Improper argument by counsel can be grounds for a new trial, but “generally, misconduct by trial counsel [only] results in a new trial if the flavor of misconduct sufficiently permeate[s] an entire proceeding to provide conviction that the jury was influenced by passion and prejudice in reaching its verdict.” Hemmings v. Tidyman's Inc., 285 F.3d 1174, 1192 (9th Cir. 2002) (internal citations and quotations omitted). “The federal courts erect a ‘high threshold' to claims of improper closing arguments in civil cases raised for the first time after trial.” Id. at 1193 (internal citations omitted). “Where a party seeks a new trial based on arguments by opposing counsel that were not objected to at trial, a new trial is available only in ‘extraordinary cases.'” Aubert v. Robles, No. 1:10-CV-00565-MJS PC, 2014 WL 2979413, at *1-2 (E.D. Cal. July 1, 2014) (citing Hemmings, 285 F.3d at 1193).

During his closing argument, Plaintiff's counsel made the following statements:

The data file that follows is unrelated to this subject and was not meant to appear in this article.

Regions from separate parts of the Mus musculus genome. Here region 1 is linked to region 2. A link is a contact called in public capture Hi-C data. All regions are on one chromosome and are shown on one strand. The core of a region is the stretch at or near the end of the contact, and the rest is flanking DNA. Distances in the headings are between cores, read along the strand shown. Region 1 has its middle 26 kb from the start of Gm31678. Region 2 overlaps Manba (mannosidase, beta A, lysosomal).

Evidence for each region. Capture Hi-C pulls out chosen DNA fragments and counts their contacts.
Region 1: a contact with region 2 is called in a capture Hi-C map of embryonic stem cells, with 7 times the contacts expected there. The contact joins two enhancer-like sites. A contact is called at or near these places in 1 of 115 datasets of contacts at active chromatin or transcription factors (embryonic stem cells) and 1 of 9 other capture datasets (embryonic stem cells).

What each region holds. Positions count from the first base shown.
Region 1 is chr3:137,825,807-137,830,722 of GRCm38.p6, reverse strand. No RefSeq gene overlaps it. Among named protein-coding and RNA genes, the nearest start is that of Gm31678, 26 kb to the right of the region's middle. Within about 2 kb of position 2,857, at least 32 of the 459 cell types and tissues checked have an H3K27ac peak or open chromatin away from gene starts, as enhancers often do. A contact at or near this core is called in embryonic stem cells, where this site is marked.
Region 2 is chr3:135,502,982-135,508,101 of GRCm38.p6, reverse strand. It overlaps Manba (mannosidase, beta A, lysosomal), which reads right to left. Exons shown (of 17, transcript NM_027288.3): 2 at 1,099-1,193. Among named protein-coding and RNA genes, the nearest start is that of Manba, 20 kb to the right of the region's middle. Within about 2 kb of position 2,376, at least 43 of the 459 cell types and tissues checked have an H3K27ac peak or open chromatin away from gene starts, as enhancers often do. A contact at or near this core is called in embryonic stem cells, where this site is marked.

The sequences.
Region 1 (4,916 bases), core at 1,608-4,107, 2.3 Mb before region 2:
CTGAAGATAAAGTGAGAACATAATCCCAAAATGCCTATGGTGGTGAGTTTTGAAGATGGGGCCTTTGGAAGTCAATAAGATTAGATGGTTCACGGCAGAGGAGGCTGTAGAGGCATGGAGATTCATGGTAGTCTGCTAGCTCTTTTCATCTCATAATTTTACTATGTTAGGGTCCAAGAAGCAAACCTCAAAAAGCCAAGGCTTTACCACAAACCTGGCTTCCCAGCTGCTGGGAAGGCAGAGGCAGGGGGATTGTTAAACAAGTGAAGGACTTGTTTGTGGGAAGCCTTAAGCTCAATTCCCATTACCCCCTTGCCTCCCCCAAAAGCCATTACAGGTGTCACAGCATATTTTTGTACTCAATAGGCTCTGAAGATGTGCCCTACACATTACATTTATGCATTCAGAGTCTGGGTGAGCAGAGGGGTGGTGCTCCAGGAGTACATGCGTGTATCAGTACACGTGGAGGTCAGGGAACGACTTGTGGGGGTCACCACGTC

There's words like "mental suffering," "emotional distress," "humiliation," "inconvenience," "interference with normal and usual activities," and "injury to reputation." All of those are the case here. The words that aren't on the jury instructions, but they feed into these words are "terror," "torment." The list, it- yeah. You saw Mr. Zweizig testify. That's-that's obvious.
So what do we look at? I mean, how do you-how do you put a number on that? What I'm going to encourage you to do is look at the community. What kind of message do we want to send to the world to say this-not only is this wrong, but it's real. What Mr. Zweizig has gone through, it's not just a blog on the Internet. We're not up here about a couple comments that hurt his feelings on Facebook. This is a smear campaign, being stalked on the Internet. What do we do with that fear?
So when you look at community, there's a couple contexts I want to talk to you about. The first is the broad context. The community here is massive, and the problem is great. And blogging, Googling, Facebooking, Twittering, Linked In, that's part of our world today. And what I argue to you is you need to be responsible about how you use that stuff. And we need to send a message to that big community that that's not acceptable. You can't do that. That really hurts people.
. . . .
And the other context is it's the small context. It's about the individual, the family, what happens at home day to day. You know, how do we interact with ourselves? How do we interact with the people we love? What kind of messages do we want to send to our children or our ...